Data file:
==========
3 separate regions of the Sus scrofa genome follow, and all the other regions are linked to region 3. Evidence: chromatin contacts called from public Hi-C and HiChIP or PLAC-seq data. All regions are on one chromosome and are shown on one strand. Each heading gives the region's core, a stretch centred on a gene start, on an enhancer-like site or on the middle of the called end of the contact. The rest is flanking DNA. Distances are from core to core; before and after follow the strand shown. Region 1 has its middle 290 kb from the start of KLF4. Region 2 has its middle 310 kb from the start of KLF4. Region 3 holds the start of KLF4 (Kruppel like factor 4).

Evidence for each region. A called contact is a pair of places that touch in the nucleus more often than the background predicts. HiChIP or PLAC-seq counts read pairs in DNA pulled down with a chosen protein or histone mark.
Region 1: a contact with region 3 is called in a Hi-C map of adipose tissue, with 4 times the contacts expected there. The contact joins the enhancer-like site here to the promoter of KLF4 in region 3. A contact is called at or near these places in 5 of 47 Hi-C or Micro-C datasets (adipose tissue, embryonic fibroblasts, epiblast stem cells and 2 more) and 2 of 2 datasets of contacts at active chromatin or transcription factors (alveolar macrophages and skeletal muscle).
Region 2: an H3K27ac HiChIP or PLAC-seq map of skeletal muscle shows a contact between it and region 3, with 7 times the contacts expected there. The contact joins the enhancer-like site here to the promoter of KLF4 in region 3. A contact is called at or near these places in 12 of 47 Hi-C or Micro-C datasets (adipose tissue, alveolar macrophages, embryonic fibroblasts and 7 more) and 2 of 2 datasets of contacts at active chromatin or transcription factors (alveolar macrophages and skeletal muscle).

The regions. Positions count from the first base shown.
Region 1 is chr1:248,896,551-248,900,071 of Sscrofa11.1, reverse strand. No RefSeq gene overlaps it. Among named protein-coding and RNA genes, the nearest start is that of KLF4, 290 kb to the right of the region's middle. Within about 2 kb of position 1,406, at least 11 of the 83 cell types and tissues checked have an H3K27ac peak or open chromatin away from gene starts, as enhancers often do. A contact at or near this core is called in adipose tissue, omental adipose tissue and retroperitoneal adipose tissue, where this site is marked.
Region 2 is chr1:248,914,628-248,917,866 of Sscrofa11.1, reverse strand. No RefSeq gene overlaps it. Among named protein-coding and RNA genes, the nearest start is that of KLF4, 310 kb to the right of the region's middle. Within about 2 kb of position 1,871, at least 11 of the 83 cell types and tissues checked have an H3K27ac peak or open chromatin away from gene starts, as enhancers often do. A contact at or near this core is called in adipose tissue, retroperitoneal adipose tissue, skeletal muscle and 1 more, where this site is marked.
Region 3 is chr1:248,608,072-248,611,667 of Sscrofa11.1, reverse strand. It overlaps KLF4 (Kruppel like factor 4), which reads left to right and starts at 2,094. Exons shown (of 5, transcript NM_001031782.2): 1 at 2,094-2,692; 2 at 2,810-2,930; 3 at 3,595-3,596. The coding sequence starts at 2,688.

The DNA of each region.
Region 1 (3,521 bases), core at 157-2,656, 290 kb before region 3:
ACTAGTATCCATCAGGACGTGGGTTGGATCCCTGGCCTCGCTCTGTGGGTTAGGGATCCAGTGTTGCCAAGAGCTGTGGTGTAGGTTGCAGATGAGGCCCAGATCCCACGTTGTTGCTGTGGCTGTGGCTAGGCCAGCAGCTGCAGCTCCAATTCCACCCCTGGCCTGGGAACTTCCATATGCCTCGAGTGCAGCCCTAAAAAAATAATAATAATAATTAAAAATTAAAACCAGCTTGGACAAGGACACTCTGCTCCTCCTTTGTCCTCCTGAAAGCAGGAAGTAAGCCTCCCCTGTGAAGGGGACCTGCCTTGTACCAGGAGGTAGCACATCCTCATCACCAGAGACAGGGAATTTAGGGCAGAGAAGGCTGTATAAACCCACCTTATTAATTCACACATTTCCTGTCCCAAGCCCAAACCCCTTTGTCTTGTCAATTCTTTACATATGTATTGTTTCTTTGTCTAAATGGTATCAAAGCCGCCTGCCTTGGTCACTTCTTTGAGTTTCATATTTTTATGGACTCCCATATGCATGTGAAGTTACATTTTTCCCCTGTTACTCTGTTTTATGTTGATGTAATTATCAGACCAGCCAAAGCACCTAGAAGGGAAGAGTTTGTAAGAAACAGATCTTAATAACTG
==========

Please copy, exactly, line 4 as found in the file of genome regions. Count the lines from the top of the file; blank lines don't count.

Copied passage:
Region 2: an H3K27ac HiChIP or PLAC-seq map of skeletal muscle shows a contact between it and region 3, with 7 times the contacts expected there. The contact joins the enhancer-like site here to the promoter of KLF4 in region 3. A contact is called at or near these places in 12 of 47 Hi-C or Micro-C datasets (adipose tissue, alveolar macrophages, embryonic fibroblasts and 7 more) and 2 of 2 datasets of contacts at active chromatin or transcription factors (alveolar macrophages and skeletal muscle).